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K2 Passion Projects: Taking ownership of learning

Ben Morley, Former Vice Principal, Infant School, East Campus

Anyone familiar with K2 at East knows that it is an extremely passionate place. In and around the classroom, we are always looking for ways that encourage the children to take ownership of their learning so as to make it a more profound experience. As a teaching team, we had long toyed with the idea of a ‘Passion Projects’ unit in K2 and decided the three weeks at the start of Term 2 before the Chinese New Year break was the perfect opportunity to try it out.

The ‘Passion Projects’ unit began by exploring what a passion is and what makes something a passion.

The Oxford English Dictionary defines passion, as “an intense desire or enthusiasm for something.” The UWCSEA learning programme encourages students to pursue their passions but as many adults know, life has a tendency to get in the way, and our passions can become neglected or, worse, abandoned and forgotten. What’s more, while we encourage the children to take their learning into the ‘real world,’ rarely are they tasked with bringing some of their interests into school.

The ‘Passion Projects’ unit began by exploring what a passion is and what makes something a passion.

The ‘Passion Projects’ unit began by exploring what a passion is and what makes something a passion. Once the children had chosen their passion, they also considered why that passion was important to them. They used a ‘Passion Projects Map’ to guide them through the process, recording their thinking at various stages throughout the three weeks.

The teachers introduced various tools to guide students through the inquiry process using visual thinking techniques to find a colour to represent their passion and, again, explain the reason behind their selection. They also researched their passions; using the K-W-L graphic organiser, they recorded what they already knew about their passion, what they wanted to know and, ultimately, what they had learned. To complete the ‘L’ section the children carried out their own research, using a variety of sources, including the internet, books, adult experts and even DVDs.

The ‘Passion Projects’ unit began by exploring what a passion is and what makes something a passion.

Once they completed their research, they began to think about how to present their passion to the class. Different presentation techniques were explored and everyone had the opportunity to try out the various styles. The only requirements for the presentations were that they be no longer than two minutes and include why they had chosen their particular passion.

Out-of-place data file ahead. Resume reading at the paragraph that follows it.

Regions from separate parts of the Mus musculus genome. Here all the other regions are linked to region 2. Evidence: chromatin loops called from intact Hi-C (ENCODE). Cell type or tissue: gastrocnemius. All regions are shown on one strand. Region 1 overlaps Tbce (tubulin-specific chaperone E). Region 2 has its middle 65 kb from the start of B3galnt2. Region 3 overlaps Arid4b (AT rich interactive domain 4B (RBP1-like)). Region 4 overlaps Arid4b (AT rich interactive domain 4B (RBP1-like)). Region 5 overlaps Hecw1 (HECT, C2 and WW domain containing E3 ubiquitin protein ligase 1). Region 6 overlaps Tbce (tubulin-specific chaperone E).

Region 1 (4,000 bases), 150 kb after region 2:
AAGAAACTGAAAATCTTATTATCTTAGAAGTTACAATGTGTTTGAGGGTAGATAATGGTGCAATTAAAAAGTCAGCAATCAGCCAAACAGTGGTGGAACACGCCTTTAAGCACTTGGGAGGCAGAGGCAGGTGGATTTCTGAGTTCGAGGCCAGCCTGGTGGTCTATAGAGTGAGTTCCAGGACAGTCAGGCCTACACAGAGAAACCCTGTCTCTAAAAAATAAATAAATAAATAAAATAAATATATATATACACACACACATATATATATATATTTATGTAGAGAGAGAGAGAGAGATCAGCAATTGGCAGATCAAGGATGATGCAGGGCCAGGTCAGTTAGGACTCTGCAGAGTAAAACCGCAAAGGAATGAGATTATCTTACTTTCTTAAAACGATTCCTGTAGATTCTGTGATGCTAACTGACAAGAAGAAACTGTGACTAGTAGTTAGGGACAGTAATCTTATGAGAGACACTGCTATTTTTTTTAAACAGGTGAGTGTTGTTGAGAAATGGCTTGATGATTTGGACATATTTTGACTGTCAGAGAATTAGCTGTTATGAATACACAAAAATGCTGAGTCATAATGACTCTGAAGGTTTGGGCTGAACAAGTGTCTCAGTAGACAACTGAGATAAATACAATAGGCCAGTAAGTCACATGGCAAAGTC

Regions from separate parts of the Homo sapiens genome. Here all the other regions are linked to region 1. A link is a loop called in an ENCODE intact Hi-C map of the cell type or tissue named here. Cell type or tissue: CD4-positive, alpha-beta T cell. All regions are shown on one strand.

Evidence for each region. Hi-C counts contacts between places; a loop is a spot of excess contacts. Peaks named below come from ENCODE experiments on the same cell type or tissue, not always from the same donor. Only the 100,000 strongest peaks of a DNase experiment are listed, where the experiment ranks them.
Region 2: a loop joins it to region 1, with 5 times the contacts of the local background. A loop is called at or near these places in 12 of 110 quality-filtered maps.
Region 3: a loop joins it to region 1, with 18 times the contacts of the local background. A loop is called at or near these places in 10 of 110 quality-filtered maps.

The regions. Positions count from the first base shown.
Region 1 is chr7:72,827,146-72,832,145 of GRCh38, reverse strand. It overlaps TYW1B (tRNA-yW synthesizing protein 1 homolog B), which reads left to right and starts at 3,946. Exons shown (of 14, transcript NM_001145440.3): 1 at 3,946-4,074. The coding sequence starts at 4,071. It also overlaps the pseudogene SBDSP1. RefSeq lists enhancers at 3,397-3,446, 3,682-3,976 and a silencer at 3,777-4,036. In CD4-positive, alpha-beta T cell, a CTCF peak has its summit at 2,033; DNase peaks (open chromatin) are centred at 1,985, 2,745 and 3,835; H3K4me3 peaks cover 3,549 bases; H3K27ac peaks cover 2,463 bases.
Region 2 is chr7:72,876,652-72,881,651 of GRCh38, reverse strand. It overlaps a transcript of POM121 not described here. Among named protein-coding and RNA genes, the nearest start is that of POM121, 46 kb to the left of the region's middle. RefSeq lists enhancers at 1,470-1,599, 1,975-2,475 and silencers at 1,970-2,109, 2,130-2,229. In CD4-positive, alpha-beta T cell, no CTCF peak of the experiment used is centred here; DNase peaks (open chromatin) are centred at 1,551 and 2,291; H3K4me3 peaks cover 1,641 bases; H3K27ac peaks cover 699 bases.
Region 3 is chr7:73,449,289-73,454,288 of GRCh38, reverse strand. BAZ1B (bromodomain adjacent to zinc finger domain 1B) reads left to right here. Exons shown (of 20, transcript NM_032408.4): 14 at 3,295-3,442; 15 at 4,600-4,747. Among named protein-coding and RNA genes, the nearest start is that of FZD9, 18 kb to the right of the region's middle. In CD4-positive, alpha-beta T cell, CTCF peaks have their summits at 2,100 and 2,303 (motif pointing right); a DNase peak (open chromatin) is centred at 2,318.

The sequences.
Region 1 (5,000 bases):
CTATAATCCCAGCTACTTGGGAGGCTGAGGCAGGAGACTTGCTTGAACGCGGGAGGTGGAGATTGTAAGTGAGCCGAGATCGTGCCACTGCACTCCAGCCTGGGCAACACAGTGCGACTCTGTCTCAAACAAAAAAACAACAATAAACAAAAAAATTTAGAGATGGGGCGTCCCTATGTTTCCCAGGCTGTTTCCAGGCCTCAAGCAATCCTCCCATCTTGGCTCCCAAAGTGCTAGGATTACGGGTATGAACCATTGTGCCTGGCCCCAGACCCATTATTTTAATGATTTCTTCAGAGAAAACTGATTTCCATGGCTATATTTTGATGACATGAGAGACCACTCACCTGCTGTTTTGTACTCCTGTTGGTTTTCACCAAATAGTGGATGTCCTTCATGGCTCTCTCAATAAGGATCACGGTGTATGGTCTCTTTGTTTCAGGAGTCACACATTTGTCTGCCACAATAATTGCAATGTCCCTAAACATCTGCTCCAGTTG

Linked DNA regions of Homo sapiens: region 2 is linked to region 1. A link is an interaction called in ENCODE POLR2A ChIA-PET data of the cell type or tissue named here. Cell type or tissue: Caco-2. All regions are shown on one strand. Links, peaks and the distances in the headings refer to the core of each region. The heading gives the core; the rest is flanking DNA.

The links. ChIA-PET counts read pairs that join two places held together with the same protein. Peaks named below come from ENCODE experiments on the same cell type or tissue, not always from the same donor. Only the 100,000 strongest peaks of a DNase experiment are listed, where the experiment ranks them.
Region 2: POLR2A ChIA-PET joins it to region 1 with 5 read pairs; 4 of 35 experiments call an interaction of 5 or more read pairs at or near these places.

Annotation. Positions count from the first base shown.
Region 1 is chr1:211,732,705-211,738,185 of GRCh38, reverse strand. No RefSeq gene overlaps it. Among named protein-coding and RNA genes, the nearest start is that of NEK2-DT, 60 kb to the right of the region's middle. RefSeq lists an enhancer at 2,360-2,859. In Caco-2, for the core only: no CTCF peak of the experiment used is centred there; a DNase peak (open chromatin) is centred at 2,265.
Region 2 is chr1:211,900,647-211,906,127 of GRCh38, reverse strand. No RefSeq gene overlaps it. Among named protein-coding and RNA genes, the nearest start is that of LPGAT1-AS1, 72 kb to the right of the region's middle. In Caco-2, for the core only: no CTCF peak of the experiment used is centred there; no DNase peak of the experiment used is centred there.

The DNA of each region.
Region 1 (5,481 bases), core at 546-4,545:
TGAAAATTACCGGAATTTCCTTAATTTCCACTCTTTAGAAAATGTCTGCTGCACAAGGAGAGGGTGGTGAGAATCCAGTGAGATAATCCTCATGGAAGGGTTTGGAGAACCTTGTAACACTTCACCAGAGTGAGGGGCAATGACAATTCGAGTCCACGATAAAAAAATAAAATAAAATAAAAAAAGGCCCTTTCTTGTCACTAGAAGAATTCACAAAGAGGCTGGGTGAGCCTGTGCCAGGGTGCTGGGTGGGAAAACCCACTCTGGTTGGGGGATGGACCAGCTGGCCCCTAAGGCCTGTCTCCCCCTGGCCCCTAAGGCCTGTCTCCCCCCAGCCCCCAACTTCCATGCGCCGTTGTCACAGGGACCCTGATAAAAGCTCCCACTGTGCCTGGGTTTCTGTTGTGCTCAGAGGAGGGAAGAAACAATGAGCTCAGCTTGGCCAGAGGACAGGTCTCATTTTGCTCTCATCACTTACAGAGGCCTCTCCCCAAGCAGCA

On the day of the presentations, the excitement was palpable! The children brought in all sorts of photographs, props and artefacts to support their presentations. Some children’s presentations included demonstrations, audience interaction and short videos. Across the grade, the variety of passions was incredible … art, horse riding, Star Wars, cooking, karate, football, gymnastics, iPads, Lego, dinosaurs, writing, reading, magic, singing, dancing, animals, skateboarding, flying, planets, rope trampolining and, even, skiing and ice-skating … difficult as they may be to pursue in Singapore. You can see examples of the presentations in the video at the right.

The variety of presenting styles was also a testament to how the unit allowed the children to express themselves in a way that they felt comfortable. After each presentation, the presenter fielded two or three questions from the audience and, of course, received a warm round of applause.

Following the presentations, the children were given the opportunity to reflect on their ‘Passion Projects.’ The children considered what having this insight into others’ passions might mean to our class community. We decided that it makes life more interesting and exciting that we do not all share the same passion. We also concluded that understanding more about our peers could only make our class a happier place to learn.

As teachers, we were so pleased with the enormous level of engagement, enthusiasm and genuine inquiry that we saw across the grade. The experience clearly resonated deeply with the children and it is something we hope to revisit in future years. In addition, the unit perfectly showcased the UWCSEA profile skills of critical thinker, creative, communicator and self-manager.

After sharing a short iMovie montage of the presentations with parents at our student-led conferences, we were inundated with requests by mums and dads to share their passions with the children. We enjoyed presentations about chemistry, film making, guitar, jewellery making, make up artistry, drumming, reading, running, Yoga, art … it was wonderful.

Keep the passion alive.

  • East Campus